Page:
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Zolpidem (Ambien)

Home Drug Abuse and Addiction Zolpidem (Ambien)

Written by: Editorial Staff.

Overview

Zolpidem, more commonly known as Ambien, is a short-acting non-benzodiazepine sedative-hypnotic used typically for the short-term treatment of insomnia. Its effects, however, mimic those of benzodiazepines in that they bind to the same GABA receptors in the brain. The effects of Ambien are typically noticed by the user as quickly as fifteen minutes after ingestion. Ambien Instant Release has proven its effectiveness in helping users fall asleep, and a controlled time-release version was later manufactured to answer concerns over its ability to help users stay asleep.

Side Effects of Zolpidem

Side Effects of Zolpidem

  • Headaches
  • Nausea
  • Vomiting
  • Anterograde Amnesia
  • Hallucinations
  • Delusion
  • Altered perceptions of reality
  • Euphoria
  • Increased appetite
  • Increased or decreased libido
  • Impaired judgment
  • Increased reports of impulsive behavior

Abuse, Tolerance, and Withdrawal

Zolpidem has a high potential for abuse due to its hypnotic effects. Users commonly develop a tolerance to the drug, and if usage is stopped abruptly, withdrawal can follow. Tolerance to zolpidem has been reported to have developed after just a few weeks, and the most common side effects of zolpidem withdrawal are delirium and seizures. An overdose of zolpidem may cause

  • Excessive sedation
  • Constricted pupils
  • Depressed respiratory functions
  • Coma
  • Death

Combined with alcohol, opiates, or other Central Nervous System depressants, the likelihood of a fatal overdose increases.

Recreational Abuse Of Zolpidem

Zolpidem is most commonly used recreationally by those who seek to make the effect from stimulant drugs more bearable. It is also quickly overtaking illegal sedatives as the most commonly used date rape drug. The hypnotic side effects, along with the increased libido, have also made zolpidem popular for couples to use in order to enhance their sexual encounters. When abused, users may take a larger quantity of the drug orally or even crush them up and snort them.

This can be especially dangerous if the pill being crushed and snorted is the time-release version of Ambien. By crushing the pills in such a way, the user removes the active ingredient of the drug from the particles that are designed to modulate its dispersal throughout the body.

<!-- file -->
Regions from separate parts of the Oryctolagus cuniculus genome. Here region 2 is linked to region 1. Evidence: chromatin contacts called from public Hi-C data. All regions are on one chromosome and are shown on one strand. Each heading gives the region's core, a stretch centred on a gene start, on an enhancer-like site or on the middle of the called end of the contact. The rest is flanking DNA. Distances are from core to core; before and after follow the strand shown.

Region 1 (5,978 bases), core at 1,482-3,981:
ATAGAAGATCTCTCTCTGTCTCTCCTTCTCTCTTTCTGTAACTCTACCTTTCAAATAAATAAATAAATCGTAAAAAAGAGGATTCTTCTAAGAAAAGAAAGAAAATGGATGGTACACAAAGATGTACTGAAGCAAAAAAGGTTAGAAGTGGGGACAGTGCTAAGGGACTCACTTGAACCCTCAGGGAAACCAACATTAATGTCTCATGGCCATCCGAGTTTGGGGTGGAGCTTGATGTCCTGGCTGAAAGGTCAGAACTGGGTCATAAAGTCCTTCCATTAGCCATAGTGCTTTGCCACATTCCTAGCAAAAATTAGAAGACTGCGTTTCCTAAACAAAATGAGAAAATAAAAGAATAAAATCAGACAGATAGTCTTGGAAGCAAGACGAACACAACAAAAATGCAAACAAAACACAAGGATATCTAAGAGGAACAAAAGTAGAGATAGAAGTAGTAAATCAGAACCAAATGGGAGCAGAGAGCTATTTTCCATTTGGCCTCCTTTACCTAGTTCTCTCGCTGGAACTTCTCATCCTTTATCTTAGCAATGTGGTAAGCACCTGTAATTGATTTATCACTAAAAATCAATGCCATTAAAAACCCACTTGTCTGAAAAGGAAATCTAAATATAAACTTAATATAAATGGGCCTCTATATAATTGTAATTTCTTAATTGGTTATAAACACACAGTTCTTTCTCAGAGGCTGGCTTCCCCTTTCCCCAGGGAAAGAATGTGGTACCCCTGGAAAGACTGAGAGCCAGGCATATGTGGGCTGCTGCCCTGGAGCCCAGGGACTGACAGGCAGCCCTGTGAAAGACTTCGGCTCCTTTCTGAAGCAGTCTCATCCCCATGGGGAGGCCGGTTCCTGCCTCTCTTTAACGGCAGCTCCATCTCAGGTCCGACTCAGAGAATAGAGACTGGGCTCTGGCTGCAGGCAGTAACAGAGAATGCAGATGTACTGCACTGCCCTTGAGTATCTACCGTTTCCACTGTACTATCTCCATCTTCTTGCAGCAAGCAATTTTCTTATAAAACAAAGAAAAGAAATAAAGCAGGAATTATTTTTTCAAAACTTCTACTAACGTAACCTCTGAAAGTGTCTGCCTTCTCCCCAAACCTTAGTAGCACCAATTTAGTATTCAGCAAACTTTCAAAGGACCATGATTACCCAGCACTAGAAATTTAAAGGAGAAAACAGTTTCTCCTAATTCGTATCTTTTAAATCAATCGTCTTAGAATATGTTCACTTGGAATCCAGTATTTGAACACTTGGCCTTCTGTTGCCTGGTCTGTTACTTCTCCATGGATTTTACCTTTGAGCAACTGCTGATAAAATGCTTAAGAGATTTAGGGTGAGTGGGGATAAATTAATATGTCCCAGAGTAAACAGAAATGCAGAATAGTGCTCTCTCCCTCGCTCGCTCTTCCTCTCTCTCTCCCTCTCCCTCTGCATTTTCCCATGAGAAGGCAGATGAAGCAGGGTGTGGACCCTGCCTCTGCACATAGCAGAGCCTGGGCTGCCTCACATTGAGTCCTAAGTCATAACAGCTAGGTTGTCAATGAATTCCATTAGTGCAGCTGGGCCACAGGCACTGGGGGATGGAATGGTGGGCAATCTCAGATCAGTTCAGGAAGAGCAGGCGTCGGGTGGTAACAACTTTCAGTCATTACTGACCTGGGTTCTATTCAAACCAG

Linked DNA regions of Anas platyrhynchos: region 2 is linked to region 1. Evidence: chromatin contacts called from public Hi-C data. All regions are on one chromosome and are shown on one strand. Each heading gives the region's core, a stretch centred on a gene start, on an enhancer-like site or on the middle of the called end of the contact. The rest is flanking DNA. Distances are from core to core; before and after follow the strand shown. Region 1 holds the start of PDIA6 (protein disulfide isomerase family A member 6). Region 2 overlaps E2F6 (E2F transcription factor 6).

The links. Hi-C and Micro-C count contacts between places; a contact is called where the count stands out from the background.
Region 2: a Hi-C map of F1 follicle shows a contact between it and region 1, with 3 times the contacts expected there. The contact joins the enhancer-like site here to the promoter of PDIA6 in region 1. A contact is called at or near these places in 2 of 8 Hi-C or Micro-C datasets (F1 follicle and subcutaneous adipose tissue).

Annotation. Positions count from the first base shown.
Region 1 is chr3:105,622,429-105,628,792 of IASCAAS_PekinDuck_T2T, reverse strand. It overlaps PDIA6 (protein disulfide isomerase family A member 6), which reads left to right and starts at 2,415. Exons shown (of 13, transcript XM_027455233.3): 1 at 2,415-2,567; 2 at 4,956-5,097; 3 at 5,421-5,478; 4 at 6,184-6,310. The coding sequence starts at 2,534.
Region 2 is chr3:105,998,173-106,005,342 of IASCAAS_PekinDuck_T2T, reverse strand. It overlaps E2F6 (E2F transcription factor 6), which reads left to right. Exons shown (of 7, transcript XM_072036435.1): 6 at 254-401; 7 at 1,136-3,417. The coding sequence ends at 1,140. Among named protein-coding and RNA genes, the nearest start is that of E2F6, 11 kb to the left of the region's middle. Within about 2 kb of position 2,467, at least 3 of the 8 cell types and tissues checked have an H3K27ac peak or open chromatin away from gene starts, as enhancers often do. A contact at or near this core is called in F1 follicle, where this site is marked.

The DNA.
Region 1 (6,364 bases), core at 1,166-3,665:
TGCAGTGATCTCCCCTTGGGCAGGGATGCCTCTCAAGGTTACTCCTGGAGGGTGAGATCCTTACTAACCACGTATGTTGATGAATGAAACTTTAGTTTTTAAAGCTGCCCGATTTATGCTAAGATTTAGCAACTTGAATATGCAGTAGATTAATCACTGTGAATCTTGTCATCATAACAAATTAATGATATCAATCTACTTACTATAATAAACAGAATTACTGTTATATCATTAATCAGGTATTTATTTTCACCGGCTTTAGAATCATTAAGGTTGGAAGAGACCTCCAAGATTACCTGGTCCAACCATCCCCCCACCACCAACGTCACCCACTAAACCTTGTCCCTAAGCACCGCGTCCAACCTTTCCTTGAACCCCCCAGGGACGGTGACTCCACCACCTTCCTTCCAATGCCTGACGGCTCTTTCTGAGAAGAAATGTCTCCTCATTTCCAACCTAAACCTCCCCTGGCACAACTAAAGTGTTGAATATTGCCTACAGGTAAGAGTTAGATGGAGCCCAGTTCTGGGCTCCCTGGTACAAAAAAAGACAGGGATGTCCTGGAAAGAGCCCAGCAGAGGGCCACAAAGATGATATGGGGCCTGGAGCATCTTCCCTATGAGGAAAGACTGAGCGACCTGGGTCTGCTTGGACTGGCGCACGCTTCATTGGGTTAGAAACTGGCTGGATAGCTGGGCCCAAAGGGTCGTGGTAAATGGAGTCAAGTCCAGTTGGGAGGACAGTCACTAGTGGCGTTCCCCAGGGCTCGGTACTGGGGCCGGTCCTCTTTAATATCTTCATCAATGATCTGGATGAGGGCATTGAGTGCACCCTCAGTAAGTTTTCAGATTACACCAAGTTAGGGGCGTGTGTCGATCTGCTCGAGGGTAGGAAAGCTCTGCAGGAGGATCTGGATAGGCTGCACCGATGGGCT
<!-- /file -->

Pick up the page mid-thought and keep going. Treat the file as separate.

As opposed to feeling a low level of symptoms over a longer period of time, the user will feel all of the effects of Ambien at the same time, in one rush. Those who abuse Ambien by taking large quantities orally are at risk of overdose as well, and the user may become so sedated that they are unable to breathe.

Precautions

After the ingestion of zolpidem, some users have been known to get out of bed and drive their vehicles. Other activities such as sleepwalking, preparation, and enjoyment of meals, phone calls, text messaging, or strange sexual behavior have been reported, and the user will typically have no recollection of such behavior.

According to a bulletin written by the Food and Drug Administration in 2007, internet pharmacies can hold their own dangers. Consumers who bought Ambien and other drugs from online pharmacies received drugs that contained cutting agents such as haloperidol, which is a powerful medication used to treat psychosis. Many found themselves hospitalized after ingesting the pills they acquired over the internet.

Addiction Treatment

As with other drug abuse, people who develop Ambien addiction can get help with their problems from treatment specialists.

The first step is to learn how to safely stop taking your medications. The next step is to explore other ways to improve sleep and find ways that will allow the user to avoid relapse in the long term. For example, patients can meet with a dietitian, talk to a therapist, consult a yoga instructor or coach to improve their physical health and get the most restful sleep possible.